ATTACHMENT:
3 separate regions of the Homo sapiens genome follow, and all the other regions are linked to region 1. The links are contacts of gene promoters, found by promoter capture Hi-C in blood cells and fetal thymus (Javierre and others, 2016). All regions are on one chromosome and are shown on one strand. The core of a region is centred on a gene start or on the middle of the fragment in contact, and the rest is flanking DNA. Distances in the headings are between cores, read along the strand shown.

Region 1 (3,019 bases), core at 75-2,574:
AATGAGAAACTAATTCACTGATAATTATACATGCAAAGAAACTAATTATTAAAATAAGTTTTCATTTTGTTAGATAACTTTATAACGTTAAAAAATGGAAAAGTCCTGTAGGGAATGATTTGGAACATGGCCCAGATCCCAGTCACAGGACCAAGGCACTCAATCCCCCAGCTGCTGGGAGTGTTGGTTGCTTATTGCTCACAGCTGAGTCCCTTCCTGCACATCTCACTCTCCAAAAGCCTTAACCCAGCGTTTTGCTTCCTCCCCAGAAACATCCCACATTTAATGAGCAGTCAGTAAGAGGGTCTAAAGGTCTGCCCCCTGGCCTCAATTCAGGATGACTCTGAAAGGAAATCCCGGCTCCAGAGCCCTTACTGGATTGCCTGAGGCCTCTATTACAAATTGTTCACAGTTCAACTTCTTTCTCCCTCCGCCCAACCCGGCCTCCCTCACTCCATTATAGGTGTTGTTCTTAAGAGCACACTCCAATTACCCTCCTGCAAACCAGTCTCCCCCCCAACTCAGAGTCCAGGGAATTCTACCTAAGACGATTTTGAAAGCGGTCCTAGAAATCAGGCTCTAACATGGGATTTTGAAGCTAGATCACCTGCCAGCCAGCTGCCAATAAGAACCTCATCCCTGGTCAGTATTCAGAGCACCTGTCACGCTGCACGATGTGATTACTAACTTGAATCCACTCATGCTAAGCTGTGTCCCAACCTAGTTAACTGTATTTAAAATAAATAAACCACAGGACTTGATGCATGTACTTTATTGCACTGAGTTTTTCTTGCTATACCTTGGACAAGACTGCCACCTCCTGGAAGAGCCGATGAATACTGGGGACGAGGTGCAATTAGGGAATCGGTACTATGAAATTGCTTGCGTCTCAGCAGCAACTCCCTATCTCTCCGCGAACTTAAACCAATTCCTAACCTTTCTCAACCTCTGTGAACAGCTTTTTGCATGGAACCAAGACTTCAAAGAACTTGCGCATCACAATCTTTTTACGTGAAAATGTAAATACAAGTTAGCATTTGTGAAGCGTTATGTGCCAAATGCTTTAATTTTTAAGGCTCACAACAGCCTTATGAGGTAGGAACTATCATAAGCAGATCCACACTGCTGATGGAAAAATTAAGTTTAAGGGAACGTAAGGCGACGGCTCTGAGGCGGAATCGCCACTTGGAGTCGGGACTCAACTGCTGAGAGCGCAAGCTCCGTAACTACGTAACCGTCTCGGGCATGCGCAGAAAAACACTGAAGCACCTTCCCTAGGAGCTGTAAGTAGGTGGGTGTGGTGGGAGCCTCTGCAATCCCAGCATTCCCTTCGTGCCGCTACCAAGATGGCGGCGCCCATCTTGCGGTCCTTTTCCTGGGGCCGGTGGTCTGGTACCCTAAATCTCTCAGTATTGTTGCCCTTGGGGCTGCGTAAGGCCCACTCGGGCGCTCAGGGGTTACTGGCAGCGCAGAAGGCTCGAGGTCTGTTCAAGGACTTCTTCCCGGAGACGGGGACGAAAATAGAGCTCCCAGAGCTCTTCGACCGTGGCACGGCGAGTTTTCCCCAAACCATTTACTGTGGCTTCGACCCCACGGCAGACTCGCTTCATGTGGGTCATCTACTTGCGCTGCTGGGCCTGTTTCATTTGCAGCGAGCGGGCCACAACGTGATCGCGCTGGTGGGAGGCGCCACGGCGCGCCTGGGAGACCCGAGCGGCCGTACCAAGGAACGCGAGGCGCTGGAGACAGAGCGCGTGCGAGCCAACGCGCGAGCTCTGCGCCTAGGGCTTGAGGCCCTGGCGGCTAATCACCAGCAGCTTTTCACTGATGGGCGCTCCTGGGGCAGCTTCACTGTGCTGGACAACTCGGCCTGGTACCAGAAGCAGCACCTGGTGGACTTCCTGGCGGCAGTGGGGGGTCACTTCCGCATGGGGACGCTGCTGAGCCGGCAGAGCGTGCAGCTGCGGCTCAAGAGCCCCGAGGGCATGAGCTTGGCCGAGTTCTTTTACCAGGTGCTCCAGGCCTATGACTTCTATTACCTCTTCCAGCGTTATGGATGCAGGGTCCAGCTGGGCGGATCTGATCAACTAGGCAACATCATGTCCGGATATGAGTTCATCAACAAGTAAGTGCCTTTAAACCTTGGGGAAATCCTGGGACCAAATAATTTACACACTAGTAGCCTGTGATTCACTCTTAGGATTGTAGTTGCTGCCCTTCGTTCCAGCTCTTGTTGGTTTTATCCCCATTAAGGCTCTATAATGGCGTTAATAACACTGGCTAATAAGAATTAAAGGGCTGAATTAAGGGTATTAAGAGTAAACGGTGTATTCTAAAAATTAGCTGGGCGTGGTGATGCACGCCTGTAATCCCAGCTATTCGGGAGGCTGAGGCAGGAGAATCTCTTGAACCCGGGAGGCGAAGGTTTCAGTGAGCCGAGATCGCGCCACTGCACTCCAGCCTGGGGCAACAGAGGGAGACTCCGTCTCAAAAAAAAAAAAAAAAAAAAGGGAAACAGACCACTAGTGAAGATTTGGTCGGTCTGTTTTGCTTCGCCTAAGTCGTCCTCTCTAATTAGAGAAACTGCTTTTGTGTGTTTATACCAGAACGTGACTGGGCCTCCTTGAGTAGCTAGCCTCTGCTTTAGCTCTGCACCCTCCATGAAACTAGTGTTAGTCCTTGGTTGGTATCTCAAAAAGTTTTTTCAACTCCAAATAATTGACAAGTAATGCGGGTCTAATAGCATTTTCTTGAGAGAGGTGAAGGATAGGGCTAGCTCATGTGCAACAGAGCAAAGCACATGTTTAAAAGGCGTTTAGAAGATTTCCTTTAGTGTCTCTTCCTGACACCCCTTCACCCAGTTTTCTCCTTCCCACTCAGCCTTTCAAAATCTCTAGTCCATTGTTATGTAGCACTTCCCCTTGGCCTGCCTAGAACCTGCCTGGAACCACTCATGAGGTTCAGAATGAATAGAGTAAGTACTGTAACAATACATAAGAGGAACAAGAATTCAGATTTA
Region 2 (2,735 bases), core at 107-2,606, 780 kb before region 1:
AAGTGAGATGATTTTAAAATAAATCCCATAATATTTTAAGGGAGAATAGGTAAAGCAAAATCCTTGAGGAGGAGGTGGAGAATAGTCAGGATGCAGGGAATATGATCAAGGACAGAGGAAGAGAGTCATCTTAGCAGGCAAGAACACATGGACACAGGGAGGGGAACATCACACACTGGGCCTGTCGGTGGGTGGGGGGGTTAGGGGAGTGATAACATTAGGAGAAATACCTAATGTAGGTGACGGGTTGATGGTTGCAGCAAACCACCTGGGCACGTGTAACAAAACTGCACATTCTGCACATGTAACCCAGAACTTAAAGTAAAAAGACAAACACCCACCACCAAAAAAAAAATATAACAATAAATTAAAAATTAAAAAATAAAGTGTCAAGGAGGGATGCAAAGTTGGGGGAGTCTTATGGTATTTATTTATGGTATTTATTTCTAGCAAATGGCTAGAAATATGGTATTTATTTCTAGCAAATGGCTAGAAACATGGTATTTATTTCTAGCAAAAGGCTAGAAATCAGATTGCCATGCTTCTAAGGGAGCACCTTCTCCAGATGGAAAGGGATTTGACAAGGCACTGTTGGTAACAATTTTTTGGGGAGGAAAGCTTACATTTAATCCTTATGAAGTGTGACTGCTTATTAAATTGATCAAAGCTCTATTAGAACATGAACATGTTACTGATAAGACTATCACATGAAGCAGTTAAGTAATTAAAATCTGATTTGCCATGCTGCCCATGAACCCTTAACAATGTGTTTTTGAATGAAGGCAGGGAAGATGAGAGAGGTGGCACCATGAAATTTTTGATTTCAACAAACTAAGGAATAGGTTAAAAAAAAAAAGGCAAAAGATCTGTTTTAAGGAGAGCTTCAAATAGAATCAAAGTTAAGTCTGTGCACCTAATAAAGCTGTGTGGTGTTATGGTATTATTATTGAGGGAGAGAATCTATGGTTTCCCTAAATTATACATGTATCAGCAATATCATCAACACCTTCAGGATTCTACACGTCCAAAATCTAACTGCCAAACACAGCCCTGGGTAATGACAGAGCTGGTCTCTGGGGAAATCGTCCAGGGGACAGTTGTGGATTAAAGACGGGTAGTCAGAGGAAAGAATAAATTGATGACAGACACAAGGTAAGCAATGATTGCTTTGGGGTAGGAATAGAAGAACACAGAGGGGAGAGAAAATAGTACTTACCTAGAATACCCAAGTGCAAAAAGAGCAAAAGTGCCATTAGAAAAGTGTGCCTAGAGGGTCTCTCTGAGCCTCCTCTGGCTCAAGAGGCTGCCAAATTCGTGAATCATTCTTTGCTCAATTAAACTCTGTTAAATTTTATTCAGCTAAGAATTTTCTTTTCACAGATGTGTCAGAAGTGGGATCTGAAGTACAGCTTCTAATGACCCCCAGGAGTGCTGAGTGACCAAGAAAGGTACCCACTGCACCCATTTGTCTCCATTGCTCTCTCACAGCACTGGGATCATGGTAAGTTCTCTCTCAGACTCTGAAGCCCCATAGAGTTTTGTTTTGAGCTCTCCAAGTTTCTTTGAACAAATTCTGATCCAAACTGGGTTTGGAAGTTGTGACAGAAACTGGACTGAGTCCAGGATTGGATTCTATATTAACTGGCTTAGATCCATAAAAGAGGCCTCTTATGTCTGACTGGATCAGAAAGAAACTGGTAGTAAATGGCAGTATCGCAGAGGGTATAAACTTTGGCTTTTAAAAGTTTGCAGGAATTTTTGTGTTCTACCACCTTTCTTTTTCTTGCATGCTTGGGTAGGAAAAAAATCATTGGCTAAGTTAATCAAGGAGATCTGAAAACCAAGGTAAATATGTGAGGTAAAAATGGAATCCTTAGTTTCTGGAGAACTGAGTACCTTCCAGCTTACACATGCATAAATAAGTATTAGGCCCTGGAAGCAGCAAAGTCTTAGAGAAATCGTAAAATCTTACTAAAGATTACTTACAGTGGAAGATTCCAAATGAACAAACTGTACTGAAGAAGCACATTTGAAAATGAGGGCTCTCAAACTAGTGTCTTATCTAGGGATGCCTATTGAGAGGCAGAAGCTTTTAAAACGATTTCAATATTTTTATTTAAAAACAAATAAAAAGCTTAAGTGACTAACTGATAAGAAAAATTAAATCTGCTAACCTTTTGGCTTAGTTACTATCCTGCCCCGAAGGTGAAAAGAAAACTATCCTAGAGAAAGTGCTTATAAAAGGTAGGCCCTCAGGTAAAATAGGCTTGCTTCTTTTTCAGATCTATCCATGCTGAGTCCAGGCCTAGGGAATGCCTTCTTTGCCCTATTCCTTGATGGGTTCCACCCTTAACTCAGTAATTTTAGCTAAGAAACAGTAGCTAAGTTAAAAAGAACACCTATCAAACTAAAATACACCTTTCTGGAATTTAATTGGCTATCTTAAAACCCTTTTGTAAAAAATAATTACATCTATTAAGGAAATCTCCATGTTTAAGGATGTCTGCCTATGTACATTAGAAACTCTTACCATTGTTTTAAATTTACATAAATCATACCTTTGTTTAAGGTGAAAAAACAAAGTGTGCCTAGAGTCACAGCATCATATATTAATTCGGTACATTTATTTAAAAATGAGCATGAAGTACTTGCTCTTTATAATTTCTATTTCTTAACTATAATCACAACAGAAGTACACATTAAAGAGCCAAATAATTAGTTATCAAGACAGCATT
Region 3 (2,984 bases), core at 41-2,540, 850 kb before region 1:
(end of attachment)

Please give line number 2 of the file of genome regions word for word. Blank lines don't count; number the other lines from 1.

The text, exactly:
Region 1 (3,019 bases), core at 75-2,574: